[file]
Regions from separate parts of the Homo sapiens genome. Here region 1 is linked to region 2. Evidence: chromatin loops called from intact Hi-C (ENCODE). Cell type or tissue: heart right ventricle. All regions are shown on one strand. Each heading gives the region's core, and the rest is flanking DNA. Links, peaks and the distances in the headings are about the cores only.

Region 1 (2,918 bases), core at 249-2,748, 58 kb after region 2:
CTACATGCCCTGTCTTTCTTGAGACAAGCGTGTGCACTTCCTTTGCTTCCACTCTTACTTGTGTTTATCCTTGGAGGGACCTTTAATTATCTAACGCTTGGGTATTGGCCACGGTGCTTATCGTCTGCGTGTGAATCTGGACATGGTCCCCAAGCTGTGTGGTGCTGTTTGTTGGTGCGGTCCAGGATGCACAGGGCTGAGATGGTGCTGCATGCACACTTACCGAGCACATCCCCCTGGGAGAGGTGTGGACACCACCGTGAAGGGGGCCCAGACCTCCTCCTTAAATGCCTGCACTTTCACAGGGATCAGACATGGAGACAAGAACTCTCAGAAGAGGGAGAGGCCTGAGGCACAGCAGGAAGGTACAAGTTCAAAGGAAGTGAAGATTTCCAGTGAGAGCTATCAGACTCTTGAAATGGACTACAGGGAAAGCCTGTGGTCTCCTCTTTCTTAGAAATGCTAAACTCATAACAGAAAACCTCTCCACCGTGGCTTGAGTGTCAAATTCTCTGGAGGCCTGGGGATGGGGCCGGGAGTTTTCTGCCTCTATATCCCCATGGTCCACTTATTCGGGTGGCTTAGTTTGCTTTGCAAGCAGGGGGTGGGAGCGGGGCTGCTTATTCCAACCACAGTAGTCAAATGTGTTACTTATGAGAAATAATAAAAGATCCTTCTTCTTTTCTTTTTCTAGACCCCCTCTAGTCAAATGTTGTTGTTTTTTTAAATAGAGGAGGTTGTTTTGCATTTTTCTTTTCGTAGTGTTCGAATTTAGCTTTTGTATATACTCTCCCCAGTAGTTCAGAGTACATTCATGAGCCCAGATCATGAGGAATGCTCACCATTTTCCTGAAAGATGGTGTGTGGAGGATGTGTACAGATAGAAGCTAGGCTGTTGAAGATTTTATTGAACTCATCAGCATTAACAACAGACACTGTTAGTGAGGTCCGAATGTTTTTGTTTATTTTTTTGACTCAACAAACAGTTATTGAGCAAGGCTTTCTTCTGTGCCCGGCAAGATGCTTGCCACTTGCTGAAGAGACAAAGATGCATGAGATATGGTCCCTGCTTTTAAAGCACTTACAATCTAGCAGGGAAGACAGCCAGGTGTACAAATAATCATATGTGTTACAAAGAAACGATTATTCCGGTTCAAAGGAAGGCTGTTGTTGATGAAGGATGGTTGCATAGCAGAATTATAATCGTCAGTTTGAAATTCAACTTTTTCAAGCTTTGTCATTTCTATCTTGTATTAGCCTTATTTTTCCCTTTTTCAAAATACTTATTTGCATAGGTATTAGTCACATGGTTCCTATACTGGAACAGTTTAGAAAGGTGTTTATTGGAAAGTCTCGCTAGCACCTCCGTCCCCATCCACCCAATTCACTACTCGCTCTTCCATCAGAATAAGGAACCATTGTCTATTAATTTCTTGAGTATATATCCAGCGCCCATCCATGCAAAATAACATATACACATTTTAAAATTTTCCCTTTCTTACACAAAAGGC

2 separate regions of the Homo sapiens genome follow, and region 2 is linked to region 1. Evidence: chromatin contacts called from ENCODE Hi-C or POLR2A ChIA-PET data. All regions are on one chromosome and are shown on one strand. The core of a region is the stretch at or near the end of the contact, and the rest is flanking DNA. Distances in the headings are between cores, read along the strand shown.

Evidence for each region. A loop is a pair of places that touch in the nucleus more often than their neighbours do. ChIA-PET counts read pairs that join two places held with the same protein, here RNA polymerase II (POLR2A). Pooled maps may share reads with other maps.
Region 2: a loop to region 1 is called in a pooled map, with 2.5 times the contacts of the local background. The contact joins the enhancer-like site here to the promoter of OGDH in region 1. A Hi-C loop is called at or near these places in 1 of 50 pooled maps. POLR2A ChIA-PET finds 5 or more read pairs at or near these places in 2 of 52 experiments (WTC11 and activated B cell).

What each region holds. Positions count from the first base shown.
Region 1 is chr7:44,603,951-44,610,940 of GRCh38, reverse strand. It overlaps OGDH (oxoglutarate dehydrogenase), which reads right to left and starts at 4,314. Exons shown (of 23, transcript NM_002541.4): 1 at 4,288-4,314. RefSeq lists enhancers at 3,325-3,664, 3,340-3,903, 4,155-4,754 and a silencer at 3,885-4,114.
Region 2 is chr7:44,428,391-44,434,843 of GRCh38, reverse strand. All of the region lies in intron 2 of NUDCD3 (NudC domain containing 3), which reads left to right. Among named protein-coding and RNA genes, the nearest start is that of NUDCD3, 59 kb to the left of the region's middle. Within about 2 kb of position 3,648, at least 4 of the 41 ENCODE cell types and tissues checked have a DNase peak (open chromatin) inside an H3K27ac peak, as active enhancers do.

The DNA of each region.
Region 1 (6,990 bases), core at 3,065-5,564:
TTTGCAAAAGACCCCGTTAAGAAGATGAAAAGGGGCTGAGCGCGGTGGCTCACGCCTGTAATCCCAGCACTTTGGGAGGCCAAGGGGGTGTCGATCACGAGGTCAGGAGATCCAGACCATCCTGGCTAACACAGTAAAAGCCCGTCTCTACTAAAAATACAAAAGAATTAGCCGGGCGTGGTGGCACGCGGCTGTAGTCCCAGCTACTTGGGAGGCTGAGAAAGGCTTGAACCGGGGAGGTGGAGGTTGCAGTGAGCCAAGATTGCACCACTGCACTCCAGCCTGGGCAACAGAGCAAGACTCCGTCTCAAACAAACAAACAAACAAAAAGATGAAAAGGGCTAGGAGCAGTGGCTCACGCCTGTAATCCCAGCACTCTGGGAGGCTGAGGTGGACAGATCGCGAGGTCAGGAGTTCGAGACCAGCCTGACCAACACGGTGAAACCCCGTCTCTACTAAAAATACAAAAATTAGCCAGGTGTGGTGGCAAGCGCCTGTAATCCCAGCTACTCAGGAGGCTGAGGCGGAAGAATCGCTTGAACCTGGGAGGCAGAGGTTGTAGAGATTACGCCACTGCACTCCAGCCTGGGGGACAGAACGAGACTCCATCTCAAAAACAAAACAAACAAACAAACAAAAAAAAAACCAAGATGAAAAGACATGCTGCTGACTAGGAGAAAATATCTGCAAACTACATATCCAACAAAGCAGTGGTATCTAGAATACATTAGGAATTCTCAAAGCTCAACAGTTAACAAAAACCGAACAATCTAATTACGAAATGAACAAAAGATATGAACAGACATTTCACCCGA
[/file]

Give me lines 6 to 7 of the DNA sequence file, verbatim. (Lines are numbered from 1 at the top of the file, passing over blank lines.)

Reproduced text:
Region 2: a loop to region 1 is called in a pooled map, with 2.5 times the contacts of the local background. The contact joins the enhancer-like site here to the promoter of OGDH in region 1. A Hi-C loop is called at or near these places in 1 of 50 pooled maps. POLR2A ChIA-PET finds 5 or more read pairs at or near these places in 2 of 52 experiments (WTC11 and activated B cell).

What each region holds. Positions count from the first base shown.